By Yuval Shavit, Features Writer
With more companies considering setting up a wireless LAN (WLAN) for network connectivity, you may be thinking about complementing your existing services with WLAN consulting or integration services. WLANs can provide clients with added convenience, and improvements to WLANs are lowering some of the technology's traditional adoption inhibitors.
Wireless started out as a luxury available only in certain areas, like conference rooms or cafeterias, but some companies are starting to use it more broadly for everyday connectivity. About 15% to 20% of enterprises use WLANs to connect computers that may be used in mission-critical situations, like payroll or pulling up customer records, said Craig Mathias, principal at Farpoint Group, an Ashland, Mass., analyst firm specializing in wireless technology.
The main reason companies install WLANs is for the convenience factor, said Lisa Phifer, vice president of Core Competence Inc., a Chester Springs, Pa.-based networking and security consultancy. Setting up a wireless LAN can increase productivity by giving people easier access to data, Phifer said. For instance, employees can bring laptops to meetings and have instant access to information instead of having to look it up later and follow up through more meetings or email chains.
Security is one of the biggest concerns that companies have historically had about setting up a wireless LAN, but Phifer said that security is becoming less of an issue as the technology matures. WPA and WPA2 encryption can help, but you should make sure that the entire network -- not just the air links -- is secure, Mathias said. That should include encryption across the network, VPNs and strong, two-factor authentication methods, Mathias said.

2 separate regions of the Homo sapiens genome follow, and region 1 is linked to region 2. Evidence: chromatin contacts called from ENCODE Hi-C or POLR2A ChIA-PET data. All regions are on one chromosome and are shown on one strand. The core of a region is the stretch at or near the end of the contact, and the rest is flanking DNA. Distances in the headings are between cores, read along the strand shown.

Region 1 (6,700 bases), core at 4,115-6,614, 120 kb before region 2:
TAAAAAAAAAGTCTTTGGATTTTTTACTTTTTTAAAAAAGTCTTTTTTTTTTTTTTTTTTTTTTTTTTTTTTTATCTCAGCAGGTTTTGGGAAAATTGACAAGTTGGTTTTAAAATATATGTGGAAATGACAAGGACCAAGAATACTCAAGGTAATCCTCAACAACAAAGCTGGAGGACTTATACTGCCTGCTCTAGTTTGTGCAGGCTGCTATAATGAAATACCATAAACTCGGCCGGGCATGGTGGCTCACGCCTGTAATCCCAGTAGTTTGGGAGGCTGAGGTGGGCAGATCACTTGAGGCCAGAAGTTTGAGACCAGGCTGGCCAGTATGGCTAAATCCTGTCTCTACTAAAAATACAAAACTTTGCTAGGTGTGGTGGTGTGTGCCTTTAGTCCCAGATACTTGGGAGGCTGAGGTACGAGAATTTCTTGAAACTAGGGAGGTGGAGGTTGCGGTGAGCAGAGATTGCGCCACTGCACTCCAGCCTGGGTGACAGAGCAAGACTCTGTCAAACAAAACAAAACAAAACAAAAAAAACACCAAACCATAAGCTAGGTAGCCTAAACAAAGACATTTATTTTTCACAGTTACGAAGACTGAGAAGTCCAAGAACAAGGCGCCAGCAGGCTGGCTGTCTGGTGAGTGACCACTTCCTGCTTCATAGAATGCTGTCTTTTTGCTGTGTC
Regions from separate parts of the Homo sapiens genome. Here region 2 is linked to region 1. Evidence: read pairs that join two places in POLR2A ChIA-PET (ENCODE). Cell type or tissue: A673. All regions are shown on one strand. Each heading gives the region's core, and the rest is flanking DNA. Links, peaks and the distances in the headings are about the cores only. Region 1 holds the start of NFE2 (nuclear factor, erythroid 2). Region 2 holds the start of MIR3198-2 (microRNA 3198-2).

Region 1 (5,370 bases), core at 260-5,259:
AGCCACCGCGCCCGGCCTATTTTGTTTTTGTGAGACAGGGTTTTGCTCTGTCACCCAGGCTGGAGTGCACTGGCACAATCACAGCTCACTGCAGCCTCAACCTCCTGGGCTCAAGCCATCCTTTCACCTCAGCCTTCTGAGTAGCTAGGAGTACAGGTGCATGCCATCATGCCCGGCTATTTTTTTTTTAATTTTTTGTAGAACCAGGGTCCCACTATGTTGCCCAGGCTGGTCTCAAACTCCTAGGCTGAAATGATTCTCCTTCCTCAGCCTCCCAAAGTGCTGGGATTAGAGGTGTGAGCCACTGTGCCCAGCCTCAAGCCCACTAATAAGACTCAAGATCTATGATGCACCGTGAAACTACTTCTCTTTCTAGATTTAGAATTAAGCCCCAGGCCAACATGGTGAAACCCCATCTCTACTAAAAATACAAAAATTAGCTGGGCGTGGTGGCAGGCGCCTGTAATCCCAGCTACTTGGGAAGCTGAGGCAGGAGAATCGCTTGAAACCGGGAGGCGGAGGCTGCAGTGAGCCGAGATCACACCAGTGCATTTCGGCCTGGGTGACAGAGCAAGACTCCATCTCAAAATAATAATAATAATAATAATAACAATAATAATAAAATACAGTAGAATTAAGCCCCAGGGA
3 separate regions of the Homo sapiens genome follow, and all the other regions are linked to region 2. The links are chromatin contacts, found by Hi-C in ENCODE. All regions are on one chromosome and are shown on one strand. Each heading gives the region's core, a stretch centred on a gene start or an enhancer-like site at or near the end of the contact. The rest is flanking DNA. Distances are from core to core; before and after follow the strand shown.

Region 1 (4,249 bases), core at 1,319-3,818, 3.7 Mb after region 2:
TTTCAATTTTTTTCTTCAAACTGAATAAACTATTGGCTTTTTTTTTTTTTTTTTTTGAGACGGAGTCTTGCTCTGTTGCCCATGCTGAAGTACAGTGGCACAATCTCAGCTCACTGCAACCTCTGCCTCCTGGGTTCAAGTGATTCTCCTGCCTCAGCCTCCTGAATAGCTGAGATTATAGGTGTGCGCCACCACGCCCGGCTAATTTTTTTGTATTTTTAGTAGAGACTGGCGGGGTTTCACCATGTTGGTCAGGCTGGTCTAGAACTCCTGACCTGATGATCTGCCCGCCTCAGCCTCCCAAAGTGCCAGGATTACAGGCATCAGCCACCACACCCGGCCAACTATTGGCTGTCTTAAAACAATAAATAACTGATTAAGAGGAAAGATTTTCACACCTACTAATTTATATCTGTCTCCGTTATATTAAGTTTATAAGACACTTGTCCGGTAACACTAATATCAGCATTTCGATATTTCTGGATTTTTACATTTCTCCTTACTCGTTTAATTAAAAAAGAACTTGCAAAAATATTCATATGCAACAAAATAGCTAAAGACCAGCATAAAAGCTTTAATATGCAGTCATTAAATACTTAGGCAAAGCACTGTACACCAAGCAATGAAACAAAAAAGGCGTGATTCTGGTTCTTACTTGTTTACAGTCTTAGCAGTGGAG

As WLAN technology gains traction, companies are starting to worry less about security and more about performance. Companies that are planning on setting up a wireless LAN as the primary way employees get online need connections that are reliable, fast and have adequate capacity, Phifer said.
Many of those concerns are addressed by the latest WLAN standard, 802.11n, which promises a data rate potentially as high as 540 Mbps, with typical rates expected to be between 100 and 200 Mbps. Mathias said he expects adoption to accelerate in the next couple of years, with the 802.11n wireless standard removing the last barriers of adoption for most companies.
Although the 802.11n standard is not complete, the Wi-Fi Alliance, which governs the 802.11 standards, has released Draft 2 of the specifications. Most vendors have started shipping products that conform to this draft, and many experts predict that the final draft will need only firmware patches -- not new hardware.
802.11n has longer range and better throughput than the previous standards, 802.11b and 802.11g, and both Phifer and Mathias recommend companies buy n-compatible equipment. 802.11n-compatible access points will still work with 802.11b and g devices, but you may have to configure the access points so legacy devices don't drag the 802.11n devices' performance down, Phifer said.
Setting up a wireless network can be cheaper than setting up a wired network, Phifer and Mathias said. Many laptops already have wireless cards built in, and wireless access points could actually be cheaper than installing and maintaining Ethernet wires. Wireless also makes it easier to move devices, including shared items like printers, Phifer said.
Depending on how cutting-edge your clients are, setting up a wireless LAN could open the door to further business opportunities for network consultants and integrators. Voice over wireless LAN (VoWLAN) -- an implementation of VoIP over Wi-Fi -- is one of the more common uses of WLANs beyond the basics. Companies are also starting to look into using WLANs for PDAs. The ultimate goal is to create a unified system for all of a company's devices, Mathias said.
Deploying a WLAN throughout an office takes planning, especially if you want to ensure complete coverage and good availability. In our next installment, we'll look at how you can help your client plan where to deploy access points and some of the challenges involved in installing a wireless LAN beyond a conference room.
This was first published in February 2008